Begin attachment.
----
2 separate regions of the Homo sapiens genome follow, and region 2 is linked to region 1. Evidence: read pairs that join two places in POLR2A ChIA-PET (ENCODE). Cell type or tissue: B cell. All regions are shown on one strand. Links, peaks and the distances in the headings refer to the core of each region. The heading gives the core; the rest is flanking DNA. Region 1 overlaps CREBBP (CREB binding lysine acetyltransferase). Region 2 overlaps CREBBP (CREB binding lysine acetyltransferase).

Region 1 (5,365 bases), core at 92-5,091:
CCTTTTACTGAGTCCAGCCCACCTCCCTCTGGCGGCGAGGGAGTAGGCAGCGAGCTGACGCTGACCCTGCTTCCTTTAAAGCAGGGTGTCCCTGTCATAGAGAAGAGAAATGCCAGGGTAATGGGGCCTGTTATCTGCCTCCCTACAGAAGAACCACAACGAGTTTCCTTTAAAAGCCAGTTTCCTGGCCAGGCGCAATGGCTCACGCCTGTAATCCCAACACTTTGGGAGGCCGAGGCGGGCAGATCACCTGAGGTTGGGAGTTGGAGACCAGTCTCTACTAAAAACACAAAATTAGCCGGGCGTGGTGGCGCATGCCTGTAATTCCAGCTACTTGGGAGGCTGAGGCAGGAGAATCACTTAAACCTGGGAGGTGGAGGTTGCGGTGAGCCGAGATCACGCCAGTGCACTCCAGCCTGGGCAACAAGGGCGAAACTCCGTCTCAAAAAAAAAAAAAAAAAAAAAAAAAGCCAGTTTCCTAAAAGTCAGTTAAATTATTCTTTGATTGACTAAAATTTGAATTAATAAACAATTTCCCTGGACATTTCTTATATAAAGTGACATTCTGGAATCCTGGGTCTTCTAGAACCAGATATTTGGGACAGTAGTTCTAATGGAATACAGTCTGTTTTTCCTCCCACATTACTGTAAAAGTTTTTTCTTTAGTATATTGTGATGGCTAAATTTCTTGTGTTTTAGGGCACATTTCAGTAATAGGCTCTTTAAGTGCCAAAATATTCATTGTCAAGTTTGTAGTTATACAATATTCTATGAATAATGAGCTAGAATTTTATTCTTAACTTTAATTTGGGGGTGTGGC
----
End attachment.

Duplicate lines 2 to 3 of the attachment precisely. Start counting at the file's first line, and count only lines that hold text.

Region 1 (5,365 bases), core at 92-5,091:
CCTTTTACTGAGTCCAGCCCACCTCCCTCTGGCGGCGAGGGAGTAGGCAGCGAGCTGACGCTGACCCTGCTTCCTTTAAAGCAGGGTGTCCCTGTCATAGAGAAGAGAAATGCCAGGGTAATGGGGCCTGTTATCTGCCTCCCTACAGAAGAACCACAACGAGTTTCCTTTAAAAGCCAGTTTCCTGGCCAGGCGCAATGGCTCACGCCTGTAATCCCAACACTTTGGGAGGCCGAGGCGGGCAGATCACCTGAGGTTGGGAGTTGGAGACCAGTCTCTACTAAAAACACAAAATTAGCCGGGCGTGGTGGCGCATGCCTGTAATTCCAGCTACTTGGGAGGCTGAGGCAGGAGAATCACTTAAACCTGGGAGGTGGAGGTTGCGGTGAGCCGAGATCACGCCAGTGCACTCCAGCCTGGGCAACAAGGGCGAAACTCCGTCTCAAAAAAAAAAAAAAAAAAAAAAAAAGCCAGTTTCCTAAAAGTCAGTTAAATTATTCTTTGATTGACTAAAATTTGAATTAATAAACAATTTCCCTGGACATTTCTTATATAAAGTGACATTCTGGAATCCTGGGTCTTCTAGAACCAGATATTTGGGACAGTAGTTCTAATGGAATACAGTCTGTTTTTCCTCCCACATTACTGTAAAAGTTTTTTCTTTAGTATATTGTGATGGCTAAATTTCTTGTGTTTTAGGGCACATTTCAGTAATAGGCTCTTTAAGTGCCAAAATATTCATTGTCAAGTTTGTAGTTATACAATATTCTATGAATAATGAGCTAGAATTTTATTCTTAACTTTAATTTGGGGGTGTGGC